"Paul Revere's Ride" by Henry Wadsworth Longfellow (E)
“The fate of a nation was riding that night,” observes the innkeeper who, in Longfellow’s “The Landlord’s Tale” (better known by its subtitle, “Paul Revere’s Ride”), recounts for his guests “the midnight ride” that set the American Revolution in motion.
Awareness that our nation’s fate was again in jeopardy was very much in mind as I undertook my musical setting of this beloved poem. Like all Americans, I had been shaken by the World Trade Center tragedy. Shaken and more: Living in Greenwich Village, a scant mile and a half from “Ground Zero,” I was viscerally affected by the catastrophe and its aftermath. Daylong and nightlong, just a half-block from my home, every manner of recovery vehicle traveled ceaselessly, taking firemen, policemen, demolition crews and other emergency workers to and from the grim site. As well, crowds of people lined the highway “24/7,” usually cheering and waving flags, but at times more quietly holding candles. Flags also appeared in many windows, including my own, and I saw that it angered me to see windows without flags. For the first time in my life, I was bursting with a feeling of patriotism - that powerful emotion akin, it seemed, to religious frenzy. (In fact, I emblazoned the first page of my score with the words, “Written in Memory of the Victims of 9/11 - Especially the Firemen.”)
In the spring of ’02, commissioned to write a series of anthems for unaccompanied treble choir, I first chose “Paul Revere’s Ride” for my finale and quickly did a sketch of the music. But then I thought, “This small choir is too limited a resource for such a great poem; this music would explode a treble choir!” So I set the Ride aside and, for the smaller choir, turned to a more modest text.
The following spring, I traveled to Atlanta to hear Robert Spano, soprano Lisa Saffer and the Atlanta Symphony perform my Ecstatic Alice. At one point or another, I happened to mention my “Paul Revere” setting to Bob, and in a flash, he said, “I want it!” With a full symphony orchestra, the renowned Atlanta Symphony Chorus and an amplified soprano soloist, I realized I was being offered grand musical forces - resources befitting the subject matter. And thus spurred on, I set about recasting, expanding and orchestrating my Ride - and dedicating the work (naturally enough) to conductor Robert Spano.
About the Music
Paul Revere’s Ride lasts approximately 30 minutes. Beginning in an over-the-top fashion (a siren sounds as early as the fourth measure), the music continues at breakneck speed - fiery, breathless and without pause between the various sections of the work.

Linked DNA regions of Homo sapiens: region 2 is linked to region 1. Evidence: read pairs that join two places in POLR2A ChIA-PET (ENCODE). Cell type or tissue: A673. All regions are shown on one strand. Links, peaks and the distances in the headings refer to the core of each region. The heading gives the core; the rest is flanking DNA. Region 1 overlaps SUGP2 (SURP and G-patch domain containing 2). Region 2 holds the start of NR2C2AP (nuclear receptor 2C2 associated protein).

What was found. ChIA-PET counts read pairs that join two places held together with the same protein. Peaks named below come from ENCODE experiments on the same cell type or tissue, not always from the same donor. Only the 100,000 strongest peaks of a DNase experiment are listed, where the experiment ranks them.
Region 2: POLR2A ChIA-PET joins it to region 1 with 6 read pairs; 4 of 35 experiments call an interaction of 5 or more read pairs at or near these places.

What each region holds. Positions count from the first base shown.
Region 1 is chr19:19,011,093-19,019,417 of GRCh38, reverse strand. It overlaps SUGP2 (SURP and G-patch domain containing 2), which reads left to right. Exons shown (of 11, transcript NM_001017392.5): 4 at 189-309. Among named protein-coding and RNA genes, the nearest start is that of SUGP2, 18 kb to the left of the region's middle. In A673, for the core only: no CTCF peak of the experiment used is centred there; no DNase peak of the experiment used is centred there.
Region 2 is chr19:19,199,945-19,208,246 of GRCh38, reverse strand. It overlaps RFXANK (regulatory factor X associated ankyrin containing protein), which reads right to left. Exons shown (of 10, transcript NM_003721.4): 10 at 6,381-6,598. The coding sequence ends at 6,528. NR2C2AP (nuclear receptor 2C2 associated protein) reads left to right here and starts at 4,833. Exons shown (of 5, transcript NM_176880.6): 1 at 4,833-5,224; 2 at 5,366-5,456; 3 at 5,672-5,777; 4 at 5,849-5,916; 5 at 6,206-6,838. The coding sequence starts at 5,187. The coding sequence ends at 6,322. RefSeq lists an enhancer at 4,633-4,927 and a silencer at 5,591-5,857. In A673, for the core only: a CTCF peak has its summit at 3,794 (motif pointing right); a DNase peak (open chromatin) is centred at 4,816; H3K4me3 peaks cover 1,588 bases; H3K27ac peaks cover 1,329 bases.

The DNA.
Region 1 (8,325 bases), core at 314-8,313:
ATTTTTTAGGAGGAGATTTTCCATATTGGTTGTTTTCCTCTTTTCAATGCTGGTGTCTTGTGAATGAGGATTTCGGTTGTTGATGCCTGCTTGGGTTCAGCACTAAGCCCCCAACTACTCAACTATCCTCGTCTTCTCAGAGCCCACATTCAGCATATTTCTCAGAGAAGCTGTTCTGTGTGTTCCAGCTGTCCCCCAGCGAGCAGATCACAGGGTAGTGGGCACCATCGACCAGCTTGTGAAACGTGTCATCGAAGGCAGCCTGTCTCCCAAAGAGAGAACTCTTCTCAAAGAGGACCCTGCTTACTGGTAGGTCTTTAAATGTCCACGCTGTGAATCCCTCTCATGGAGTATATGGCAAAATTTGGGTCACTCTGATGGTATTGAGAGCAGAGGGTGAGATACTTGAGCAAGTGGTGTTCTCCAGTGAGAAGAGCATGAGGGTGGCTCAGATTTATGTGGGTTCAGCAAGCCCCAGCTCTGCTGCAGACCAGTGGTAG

Part I: The Call
The martial summons (in a 12/8 meter, allegro con fuoco) moves forward in E-minor against persistent syncopation. While the chorus mutters agitatedly, the soprano soloist sings the words spoken by Paul Revere to his friend.
Part II: The Wait
The friend waits in a church tower to light the signal (“one, if by land, and two, if by sea”). A new, slower theme evokes the spooky graveyard lying below. There is a musical focus upon the line “All is well!” - whispered by the wind as it passes between the headstones.
The scene changes: Paul is “impatient to mount and ride.” The music veritably champs at the bit, but progress is suspended as the patriot waits for the signal light (or two). The moment he sees the second lantern, the music roils, returning to the 12/8 rhythm of the opening.
Part III: The Ride
He is off! Riding frantically from place to place, Paul arouses the citizenry to defend their homes. The music begins as a recapitulation of Part I, but goes quickly to more distant harmonic places and is more elaborately developed. Much is made of the clock striking (12 … 1 … 2). The frantic pace climaxes in a grand choral outburst on the words “Pierced by a British musket-ball.” And then, the music subsides.
The Finale is in three parts: Fugue, Chorale and Epilogue.
The energetic and virtuosic Fugue pits “Rule, Britannia” against our own “Yankee Doodle.” Yankee Doodle of course triumphs, with appropriate clamor.
After an orchestral interlude, the Chorale is a whispered prayer of massed sounds, gradually growing in intensity and patriotic ardor.
The Epilogue reprises the famous opening verse of the poem, with the soprano soloist bidding Paul and his compatriots farewell above a murmuring chorus. Birds twitter. The valedictory mood is so benign that now, for the first time, the opening music returns in the major. Steadily and inexorably, however, the music quickens and grows until an enormous climax is reached.
The end - a surprise - recalls the Ride’s beginning (and 9/11 also?) with a violent, crashing minor chord.
“…an exuberantly melodramatic setting”
New Music Box
“…subtle beauty and idiosyncratic wit…”